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The Feminine Mystique

by Betty Friedan

Betty Naomi Friedan was a feminist author and lecturer. She was born February 4 1921 and died February 4 2006.

June 2006

This is an edited excerpt from The Feminine Mystique, first published in 1963, reproduced
by permission of W. W. Norton & Company.

The problem lay buried, unspoken, for many years in the minds of American
women. It was a strange stirring, a sense of dissatisfaction, a yearning that women
suffered in the middle of the 20th century in the United States. Each suburban wife struggled
with it alone. As she made the beds, shopped for groceries, matched slipcover material, ate
peanut butter sandwiches with her children, chauffeured Cub Scouts and Brownies, lay beside
her husband at night—she was afraid to ask even of herself the silent question—"Is this all?"


Over and over women heard in voices of tradition and of Freudian sophistication that
they could desire no greater destiny than to glory in their own femininity. They were taught
to pity the neurotic, unfeminine, unhappy women who wanted to be poets or physicists
or presidents. They learned that truly feminine women do not want careers, higher education, political rights—the independence and the opportunities that the old-fashioned feminists
fought for. Some women, in their 40s and 50s, still remembered painfully giving up those
dreams, but most of the younger women no longer even thought about them. A thousand
expert voices applauded their femininity, their adjustment, their new maturity. All they had to
do was devote their lives from earliest girlhood to finding a husband and bearing children.


Fulfillment as a woman had only one definition for American women after 1949—the
housewife-mother. As swiftly as in a dream, the image of the American woman as a changing,
growing individual in a changing world was shattered. Her solo flight to find her own
identity was forgotten in the rush for the security of togetherness. Her world shrank to
the cozy walls of home.


In the 15 years after the second world war, this mystique of feminine fulfillment became
the cherished and self-perpetuating core of contemporary American culture. Words like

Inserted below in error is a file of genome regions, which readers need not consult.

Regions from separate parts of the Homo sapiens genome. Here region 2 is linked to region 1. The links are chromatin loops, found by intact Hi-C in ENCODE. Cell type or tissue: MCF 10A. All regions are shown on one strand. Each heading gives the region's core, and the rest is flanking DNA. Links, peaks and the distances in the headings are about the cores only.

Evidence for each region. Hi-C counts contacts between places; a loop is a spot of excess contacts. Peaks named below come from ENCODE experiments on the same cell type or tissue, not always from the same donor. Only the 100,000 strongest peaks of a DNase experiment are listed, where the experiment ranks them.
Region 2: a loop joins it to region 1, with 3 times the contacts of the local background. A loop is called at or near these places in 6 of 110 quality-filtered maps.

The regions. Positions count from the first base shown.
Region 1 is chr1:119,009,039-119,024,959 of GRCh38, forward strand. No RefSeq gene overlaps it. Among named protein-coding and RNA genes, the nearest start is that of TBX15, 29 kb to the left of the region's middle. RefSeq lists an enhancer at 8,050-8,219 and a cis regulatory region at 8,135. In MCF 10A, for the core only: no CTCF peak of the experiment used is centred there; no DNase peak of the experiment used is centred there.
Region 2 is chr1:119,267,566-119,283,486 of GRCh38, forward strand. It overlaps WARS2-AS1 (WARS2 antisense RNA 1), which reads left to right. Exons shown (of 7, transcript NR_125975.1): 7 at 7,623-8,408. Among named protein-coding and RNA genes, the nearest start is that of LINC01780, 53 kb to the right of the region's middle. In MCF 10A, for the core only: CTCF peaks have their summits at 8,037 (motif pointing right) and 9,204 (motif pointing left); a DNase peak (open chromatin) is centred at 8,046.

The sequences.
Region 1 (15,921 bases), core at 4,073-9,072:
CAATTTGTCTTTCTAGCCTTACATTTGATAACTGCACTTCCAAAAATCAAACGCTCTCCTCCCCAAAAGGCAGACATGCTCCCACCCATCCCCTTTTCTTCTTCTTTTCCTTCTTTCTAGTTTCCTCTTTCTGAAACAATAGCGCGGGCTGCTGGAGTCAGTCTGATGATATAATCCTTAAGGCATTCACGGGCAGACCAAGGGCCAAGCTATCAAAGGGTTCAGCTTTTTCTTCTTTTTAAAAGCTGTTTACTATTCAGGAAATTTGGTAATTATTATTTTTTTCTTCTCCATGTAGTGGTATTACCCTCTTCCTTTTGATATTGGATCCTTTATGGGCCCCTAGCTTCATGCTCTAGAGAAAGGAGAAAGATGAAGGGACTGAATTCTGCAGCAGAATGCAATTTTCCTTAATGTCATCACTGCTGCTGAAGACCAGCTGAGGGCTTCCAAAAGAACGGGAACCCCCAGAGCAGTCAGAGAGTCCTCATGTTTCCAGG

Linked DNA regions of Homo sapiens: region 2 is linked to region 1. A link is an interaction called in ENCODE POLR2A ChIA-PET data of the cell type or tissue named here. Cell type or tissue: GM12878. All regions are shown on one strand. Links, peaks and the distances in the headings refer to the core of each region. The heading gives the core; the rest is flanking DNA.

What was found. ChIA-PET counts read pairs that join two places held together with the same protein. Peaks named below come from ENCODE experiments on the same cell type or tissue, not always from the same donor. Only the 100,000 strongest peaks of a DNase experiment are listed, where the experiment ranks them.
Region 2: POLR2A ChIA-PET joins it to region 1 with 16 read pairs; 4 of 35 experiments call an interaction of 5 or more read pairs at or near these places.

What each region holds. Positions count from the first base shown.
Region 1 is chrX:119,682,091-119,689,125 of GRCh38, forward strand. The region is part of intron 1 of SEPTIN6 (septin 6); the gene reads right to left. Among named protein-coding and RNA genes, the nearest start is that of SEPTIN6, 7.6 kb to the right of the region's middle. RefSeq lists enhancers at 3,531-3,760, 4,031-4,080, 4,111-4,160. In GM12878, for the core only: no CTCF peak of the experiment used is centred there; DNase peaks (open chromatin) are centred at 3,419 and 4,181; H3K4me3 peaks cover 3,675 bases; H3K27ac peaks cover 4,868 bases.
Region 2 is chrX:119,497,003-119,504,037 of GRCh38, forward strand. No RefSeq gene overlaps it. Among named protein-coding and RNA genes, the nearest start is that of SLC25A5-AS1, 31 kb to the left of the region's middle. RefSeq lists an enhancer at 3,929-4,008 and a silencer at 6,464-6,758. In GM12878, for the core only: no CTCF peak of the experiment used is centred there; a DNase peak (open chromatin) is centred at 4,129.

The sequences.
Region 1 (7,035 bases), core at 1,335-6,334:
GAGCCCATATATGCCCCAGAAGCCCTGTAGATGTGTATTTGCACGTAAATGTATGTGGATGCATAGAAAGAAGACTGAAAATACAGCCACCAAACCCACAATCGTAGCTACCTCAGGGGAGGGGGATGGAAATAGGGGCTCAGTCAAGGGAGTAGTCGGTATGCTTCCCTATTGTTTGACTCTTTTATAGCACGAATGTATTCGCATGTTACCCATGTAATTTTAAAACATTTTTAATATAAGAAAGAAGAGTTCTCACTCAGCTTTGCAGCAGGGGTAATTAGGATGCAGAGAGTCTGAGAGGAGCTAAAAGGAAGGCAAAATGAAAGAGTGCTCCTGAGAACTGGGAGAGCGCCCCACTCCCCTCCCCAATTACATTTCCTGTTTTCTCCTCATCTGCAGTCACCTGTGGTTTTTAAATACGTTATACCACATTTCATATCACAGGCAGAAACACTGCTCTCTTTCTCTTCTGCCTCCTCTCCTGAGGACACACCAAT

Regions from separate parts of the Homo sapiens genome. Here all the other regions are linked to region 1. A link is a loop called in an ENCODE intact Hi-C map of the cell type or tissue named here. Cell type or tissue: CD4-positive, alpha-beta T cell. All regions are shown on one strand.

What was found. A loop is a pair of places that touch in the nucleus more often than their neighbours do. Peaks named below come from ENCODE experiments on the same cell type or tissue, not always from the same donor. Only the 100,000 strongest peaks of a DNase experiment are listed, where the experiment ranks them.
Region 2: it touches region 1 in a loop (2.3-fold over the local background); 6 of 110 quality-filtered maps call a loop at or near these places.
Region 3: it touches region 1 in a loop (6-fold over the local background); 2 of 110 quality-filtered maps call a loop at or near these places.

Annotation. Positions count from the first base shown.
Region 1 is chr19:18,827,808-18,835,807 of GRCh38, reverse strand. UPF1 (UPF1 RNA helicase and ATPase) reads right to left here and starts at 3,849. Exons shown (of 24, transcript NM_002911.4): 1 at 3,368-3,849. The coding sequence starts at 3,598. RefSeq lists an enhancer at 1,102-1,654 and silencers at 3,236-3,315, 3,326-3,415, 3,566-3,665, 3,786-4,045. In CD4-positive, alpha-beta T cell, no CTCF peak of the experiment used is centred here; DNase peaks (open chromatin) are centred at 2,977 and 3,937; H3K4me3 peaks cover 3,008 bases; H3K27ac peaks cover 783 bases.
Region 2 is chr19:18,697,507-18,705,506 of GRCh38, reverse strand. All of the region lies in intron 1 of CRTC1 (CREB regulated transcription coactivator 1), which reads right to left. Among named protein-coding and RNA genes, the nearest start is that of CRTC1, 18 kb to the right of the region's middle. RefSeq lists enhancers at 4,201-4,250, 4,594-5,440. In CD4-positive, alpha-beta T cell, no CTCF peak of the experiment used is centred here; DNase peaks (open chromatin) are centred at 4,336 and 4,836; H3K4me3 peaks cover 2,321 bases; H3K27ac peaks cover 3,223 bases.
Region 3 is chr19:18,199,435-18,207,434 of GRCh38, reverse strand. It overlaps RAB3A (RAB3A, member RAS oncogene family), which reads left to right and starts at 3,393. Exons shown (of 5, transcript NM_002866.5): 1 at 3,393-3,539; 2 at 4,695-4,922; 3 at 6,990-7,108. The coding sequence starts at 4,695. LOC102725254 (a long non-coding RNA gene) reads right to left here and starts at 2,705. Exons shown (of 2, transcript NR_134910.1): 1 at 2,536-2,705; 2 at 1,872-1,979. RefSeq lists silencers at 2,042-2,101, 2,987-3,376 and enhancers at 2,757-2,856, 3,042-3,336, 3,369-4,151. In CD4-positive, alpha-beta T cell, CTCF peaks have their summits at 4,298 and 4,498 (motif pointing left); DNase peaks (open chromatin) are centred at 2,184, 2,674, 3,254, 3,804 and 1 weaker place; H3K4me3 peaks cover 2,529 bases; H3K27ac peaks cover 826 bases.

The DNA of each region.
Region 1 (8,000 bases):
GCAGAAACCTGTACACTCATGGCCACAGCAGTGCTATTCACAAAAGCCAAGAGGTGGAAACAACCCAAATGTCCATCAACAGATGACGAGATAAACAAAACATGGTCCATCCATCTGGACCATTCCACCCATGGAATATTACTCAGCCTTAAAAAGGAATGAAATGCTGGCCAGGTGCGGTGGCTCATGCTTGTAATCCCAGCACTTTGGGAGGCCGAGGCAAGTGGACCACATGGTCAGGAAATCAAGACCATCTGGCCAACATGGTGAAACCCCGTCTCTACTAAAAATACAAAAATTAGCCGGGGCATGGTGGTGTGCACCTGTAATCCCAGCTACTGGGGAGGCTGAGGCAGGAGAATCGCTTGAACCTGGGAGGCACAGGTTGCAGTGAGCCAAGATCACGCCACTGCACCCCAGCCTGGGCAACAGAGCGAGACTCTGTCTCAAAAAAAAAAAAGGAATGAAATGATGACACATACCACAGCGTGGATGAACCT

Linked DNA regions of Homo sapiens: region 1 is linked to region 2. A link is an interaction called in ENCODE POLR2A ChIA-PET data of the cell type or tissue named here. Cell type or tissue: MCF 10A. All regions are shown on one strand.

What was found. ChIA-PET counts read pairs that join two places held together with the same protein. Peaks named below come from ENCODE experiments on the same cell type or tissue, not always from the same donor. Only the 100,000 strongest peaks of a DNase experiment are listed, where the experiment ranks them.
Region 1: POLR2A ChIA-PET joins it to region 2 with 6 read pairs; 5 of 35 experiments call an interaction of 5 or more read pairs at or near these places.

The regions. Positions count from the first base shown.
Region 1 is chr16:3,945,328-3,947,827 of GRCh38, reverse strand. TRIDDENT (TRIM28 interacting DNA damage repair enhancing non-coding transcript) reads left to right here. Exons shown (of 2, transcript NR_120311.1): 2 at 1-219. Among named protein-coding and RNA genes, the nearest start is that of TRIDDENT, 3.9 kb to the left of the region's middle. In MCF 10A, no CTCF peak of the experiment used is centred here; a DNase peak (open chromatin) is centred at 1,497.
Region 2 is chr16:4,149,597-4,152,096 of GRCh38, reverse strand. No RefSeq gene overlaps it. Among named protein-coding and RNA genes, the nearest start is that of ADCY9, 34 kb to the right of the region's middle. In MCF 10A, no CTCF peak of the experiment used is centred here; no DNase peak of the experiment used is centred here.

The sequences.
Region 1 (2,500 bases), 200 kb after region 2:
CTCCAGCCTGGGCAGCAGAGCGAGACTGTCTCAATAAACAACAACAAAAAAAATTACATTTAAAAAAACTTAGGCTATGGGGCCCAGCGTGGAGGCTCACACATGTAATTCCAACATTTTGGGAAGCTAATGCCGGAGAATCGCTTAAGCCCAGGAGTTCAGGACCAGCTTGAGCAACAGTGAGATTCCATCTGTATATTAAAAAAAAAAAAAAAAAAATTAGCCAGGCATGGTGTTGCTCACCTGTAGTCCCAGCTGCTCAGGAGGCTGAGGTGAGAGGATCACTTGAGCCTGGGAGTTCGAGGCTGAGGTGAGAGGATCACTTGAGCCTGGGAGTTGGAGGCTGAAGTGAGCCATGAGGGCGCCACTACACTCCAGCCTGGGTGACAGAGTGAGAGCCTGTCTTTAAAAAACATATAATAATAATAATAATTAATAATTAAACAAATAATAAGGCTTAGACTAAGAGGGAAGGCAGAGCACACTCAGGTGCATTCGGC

"emancipation" and "career" sounded strange and embarrassing; no one had used them for
years. When a Frenchwoman named Simone de Beauvoir wrote a book called The Second
Sex, an American critic commented that she obviously "didn't know what life was all about,"
and besides, she was talking about French women. The "woman problem" in America no
longer existed.


If a woman had a problem in the 1950s and 1960s, she knew that something must be wrong
with her marriage, or with herself. Other women were satisfied with their lives, she thought. What
kind of a woman was she if she did not feel this mysterious fulfillment waxing the kitchen floor?
She was so ashamed to admit her dissatisfaction that she never knew how many other women
shared it. If she tried to tell her husband, he didn't understand what she was talking about. She did
not really understand it herself.


No other road to fulfillment was offered to American women in the middle of the 20th
century. Most adjusted to their role and suffered or ignored the problem that has no name. It
can be less painful for a woman not to hear the strange, dissatisfied voice stirring within her.
Gradually I came to realize that the problem that has no name was shared by countless
women in America. Just what was this problem that has no name? What were the words women
used when they tried to express it? Sometimes a woman would say "I feel empty somehow…
incomplete." Or she would say, "I feel as if I don't exist." Sometimes she blotted out the feeling
with a tranquillizer. Sometimes she thought the problem was with her husband or her children,
or that what she really needed was to redecorate her house or move to a better neighborhood, or
have an affair, or another baby.


If I am right, this problem stirring in the minds of so many American women today is not a matter
of loss of femininity or too much education, or the demands of domesticity. It is far more important
than anyone recognizes. It may well be the key to our future as a nation and a culture. We can no
longer ignore that voice within women that says:"I want something more than my husband and my
children and my home."


The problem that has no name—which is simply the fact that American women are kept
from growing to their full human capacities—is taking a far greater toll on the physical and
mental health of our country than any known disease. If we continue to produce millions
of young mothers who stop their growth and education short of identity, without a strong core
of human values to pass on to their children, we are committing, quite simply, genocide, starting
with the mass burial of American women and ending with the progressive dehumanization of
their sons and daughters. These problems cannot be solved by medicine or even by psychotherapy.


A woman today who has no goal, no purpose, no ambition patterning her days into the future,
making her stretch and grow beyond that small score of years in which her body can fill its
biological function, is committing a kind of suicide. The feminine mystique has succeeded
in burying millions of American women alive. There is no way for these women to break out
of their comfortable concentration camps except by finally putting forth an effort—that human
effort which reaches beyond biology, beyond the narrow walls of the home, to help shape
the future. We need a drastic reshaping of the cultural image of femininity that will permit
women to reach maturity, identity, completeness of self, without conflict with sexual fulfillment.


Who knows what women can be when they are finally free to become themselves?

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